Purcellville Mural Enlivens Town, Sparks Marketing Ploy

A new mural in Purcellville’s historic downtown corridor isn’t just turning heads—it might also serve as the town’s logo, at least temporarily.

In 2016, Discover Purcellville, a nonprofit that organizes a year-round schedule of community events and raises money to support art-related projects, commissioned graphic designer Addie Moore to paint the 29-by-9-foot “Welcome to Purcellville” mural depicting the town’s character on the side of the Kakouras family’s Purcellville Family Restaurant at the corner of Main Street and South 20th Street. Three years and a new zoning ordinance later, the town in April approved the project. Three months after that, on July 7, Moore stepped down from her scaffold for a final time to gaze at her finished product—a product she said was the largest painting she’s ever done. 

“That was a good challenge,” she said.

Inside each letter in the word “Purcellville” are different images of town locations, including the Town Hall, Fireman’s Field, the Purcellville Train Station, the White Palace building, the W&OD Trail, the Nichols Hardware building and the Magnolias at the Mill building. The design came from the painted wine barrel Moore completed three years ago that caught Discover Purcellville’s eye. “That design was received pretty well,” Moore said.

She said the mural is more general and doesn’t feature specific business names, but rather portrayals of the buildings they’re in, along with other images like grape vines instead of specific wineries.

The 29-by-9-foot “Welcome to Purcellville” mural, done by Addie Moore, colors the sidewall of the Purcellville Family Restaurant at the corner of Main and South 20th Streets. [Patrick Szabo/Loudoun Now]

For Moore, the most difficult part of painting the mural was working around the rain and heat, since the latex paint she used wouldn’t adhere to the side of the brick wall in extreme temperatures, and the sheer size of the project, which required her to set up and break down her studio every day. “Scale was a very fun challenge,” she said.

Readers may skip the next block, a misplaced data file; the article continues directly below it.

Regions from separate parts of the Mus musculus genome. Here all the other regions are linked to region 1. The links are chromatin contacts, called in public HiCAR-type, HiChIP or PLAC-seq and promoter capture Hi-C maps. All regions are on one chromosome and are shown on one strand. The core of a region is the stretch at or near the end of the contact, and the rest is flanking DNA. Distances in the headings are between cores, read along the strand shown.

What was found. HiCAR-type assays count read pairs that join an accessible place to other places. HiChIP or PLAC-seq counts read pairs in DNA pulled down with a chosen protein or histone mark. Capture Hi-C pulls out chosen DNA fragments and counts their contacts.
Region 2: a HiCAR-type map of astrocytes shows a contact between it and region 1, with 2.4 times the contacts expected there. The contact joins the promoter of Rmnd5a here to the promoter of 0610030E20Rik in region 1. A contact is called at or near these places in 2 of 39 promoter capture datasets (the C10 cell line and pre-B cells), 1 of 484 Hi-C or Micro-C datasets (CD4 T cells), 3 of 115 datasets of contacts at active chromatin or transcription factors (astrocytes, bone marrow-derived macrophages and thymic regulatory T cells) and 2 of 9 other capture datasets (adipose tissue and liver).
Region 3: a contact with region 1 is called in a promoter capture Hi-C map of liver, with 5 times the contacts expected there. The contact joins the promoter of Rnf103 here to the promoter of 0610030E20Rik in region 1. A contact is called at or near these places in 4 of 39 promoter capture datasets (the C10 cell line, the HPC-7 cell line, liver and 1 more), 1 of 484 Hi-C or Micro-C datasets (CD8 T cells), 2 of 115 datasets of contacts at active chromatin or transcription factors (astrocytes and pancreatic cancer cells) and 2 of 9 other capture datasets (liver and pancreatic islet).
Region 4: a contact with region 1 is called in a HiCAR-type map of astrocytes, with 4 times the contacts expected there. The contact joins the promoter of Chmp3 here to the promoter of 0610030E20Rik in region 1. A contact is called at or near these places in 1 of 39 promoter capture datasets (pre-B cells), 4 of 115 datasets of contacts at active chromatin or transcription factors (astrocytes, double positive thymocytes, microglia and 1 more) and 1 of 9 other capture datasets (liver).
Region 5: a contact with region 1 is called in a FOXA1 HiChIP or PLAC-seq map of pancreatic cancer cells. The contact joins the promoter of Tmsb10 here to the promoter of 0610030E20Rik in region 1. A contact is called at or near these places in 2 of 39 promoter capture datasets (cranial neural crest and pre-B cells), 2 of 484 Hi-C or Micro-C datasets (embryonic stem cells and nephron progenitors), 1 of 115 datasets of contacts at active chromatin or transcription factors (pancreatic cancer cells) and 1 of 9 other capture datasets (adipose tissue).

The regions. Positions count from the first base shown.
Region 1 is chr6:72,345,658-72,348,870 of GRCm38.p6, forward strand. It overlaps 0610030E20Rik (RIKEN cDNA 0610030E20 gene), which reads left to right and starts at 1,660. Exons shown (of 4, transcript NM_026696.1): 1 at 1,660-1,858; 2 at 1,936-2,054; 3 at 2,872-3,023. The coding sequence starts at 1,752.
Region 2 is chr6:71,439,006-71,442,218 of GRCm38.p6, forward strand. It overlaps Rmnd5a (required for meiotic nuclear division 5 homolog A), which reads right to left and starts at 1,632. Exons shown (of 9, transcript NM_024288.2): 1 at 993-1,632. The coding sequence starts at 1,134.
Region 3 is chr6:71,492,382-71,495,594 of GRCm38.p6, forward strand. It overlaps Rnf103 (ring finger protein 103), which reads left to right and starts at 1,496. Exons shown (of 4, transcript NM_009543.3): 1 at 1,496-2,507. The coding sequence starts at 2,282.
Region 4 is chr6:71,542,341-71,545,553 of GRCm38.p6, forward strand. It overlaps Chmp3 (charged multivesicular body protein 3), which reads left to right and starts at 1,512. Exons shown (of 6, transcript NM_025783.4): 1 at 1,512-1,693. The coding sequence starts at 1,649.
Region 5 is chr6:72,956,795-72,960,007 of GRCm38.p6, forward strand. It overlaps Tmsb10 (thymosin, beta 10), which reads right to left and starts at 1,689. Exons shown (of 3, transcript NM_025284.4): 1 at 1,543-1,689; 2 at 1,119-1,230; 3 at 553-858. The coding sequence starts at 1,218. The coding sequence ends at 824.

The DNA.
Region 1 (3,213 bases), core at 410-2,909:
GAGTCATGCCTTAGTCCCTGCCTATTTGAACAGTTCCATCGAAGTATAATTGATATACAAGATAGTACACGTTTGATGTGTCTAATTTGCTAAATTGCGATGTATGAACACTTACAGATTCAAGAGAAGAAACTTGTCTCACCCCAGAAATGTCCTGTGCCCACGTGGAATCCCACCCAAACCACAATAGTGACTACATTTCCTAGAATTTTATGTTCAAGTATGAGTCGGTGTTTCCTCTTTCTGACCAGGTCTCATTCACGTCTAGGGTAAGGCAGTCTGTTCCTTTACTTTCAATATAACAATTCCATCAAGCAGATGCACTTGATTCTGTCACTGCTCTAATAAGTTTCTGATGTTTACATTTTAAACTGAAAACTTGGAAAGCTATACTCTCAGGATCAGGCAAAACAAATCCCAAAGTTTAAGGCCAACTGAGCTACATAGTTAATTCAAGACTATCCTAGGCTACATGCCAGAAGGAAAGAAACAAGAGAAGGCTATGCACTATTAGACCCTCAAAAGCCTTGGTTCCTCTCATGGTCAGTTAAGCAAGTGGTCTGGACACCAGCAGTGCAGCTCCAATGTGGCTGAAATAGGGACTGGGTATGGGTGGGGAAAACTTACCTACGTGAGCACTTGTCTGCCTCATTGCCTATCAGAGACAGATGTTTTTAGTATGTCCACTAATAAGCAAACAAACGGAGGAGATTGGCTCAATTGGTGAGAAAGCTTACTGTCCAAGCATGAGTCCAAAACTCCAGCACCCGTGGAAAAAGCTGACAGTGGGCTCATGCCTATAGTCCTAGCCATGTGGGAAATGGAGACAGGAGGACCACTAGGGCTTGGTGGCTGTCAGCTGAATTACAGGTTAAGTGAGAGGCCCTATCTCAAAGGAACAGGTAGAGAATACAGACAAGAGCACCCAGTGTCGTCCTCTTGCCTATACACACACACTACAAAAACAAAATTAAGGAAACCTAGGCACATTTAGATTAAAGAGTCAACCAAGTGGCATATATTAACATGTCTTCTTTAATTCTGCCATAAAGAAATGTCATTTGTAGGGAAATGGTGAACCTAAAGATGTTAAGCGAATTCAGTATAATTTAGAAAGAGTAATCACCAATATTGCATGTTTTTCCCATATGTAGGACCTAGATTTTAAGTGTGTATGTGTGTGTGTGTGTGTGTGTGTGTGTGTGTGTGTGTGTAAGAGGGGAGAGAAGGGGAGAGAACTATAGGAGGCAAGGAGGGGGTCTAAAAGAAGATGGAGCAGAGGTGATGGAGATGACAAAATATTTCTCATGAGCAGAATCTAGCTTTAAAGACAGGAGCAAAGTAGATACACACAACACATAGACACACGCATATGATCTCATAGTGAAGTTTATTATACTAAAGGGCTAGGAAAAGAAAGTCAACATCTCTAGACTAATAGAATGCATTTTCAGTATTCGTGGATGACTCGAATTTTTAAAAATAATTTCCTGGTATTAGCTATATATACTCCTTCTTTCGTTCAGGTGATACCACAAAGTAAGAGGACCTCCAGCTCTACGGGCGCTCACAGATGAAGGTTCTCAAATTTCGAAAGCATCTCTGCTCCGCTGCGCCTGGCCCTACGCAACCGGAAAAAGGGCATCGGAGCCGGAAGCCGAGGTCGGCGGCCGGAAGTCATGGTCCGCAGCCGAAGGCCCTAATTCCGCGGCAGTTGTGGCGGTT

But, Moore said, the community’s reception of the project trumped those challenges. She said that passersby would talk to her as she painted and would frequently bring her water, Gatorade and even ice cream.

Discover Purcellville President Michael Oaks said the mural was paid for by funds raised from different auctions throughout the past few years and took approval from not only the Town Council, but also the town’s Board of Architectural Review. He said that because the board was taking so long to approve the process, he joked at one meeting that if it didn’t approve the mural at its next meeting, he would instead paint a mural reading “Welcome to Round Hill … in two miles.”

Oaks said the nonprofit plans to commission another mural on the side of the It’s Bazaar on 21st Street building in August—one that will be done in a black-and-white airbrush style depicting 1900s Purcellville.

He said both murals are in line with a Virginian trend, noting that the Town of Staunton just celebrated the completion of an eighth mural. “Murals are the things in town now,” he said.

During the July 9 Town Council meeting, Town Manager David Mekarski suggested a “totally radical” marketing idea in which the town could temporarily replace the town seal with a small image of the mural on stationary, business cards and the town website to establish a brand for the town and celebrate the mural.

“This is such a beautiful depiction of the whole character of our community,” he said about the mural.“I think it’s something really dramatic and it really does symbolize who we are.”

Mekarski said he’s now working with Parks & Recreation Division Manager Amie Ware to develop a mockup of what the mural might look like on a pad of stationary to present to the Arts Council and the Economic Development Advisory Committee for consideration.

As for Discover Purcellville, the nonprofit is set to open an art gallery in the historic 1900s gas station building off Main Street across from Walgreens on July 31. Oaks said the nonprofit would sell postcards and other merchandise with the mural’s image at the gallery.

pszabo@loudounnow.com

Discover Purcellville President Michael Oaks points to the letter “R” in the “Welcome to Purcellville” mural, which is filled in with an image of the Purcellville Train Station. [Patrick Szabo/Loudoun Now]

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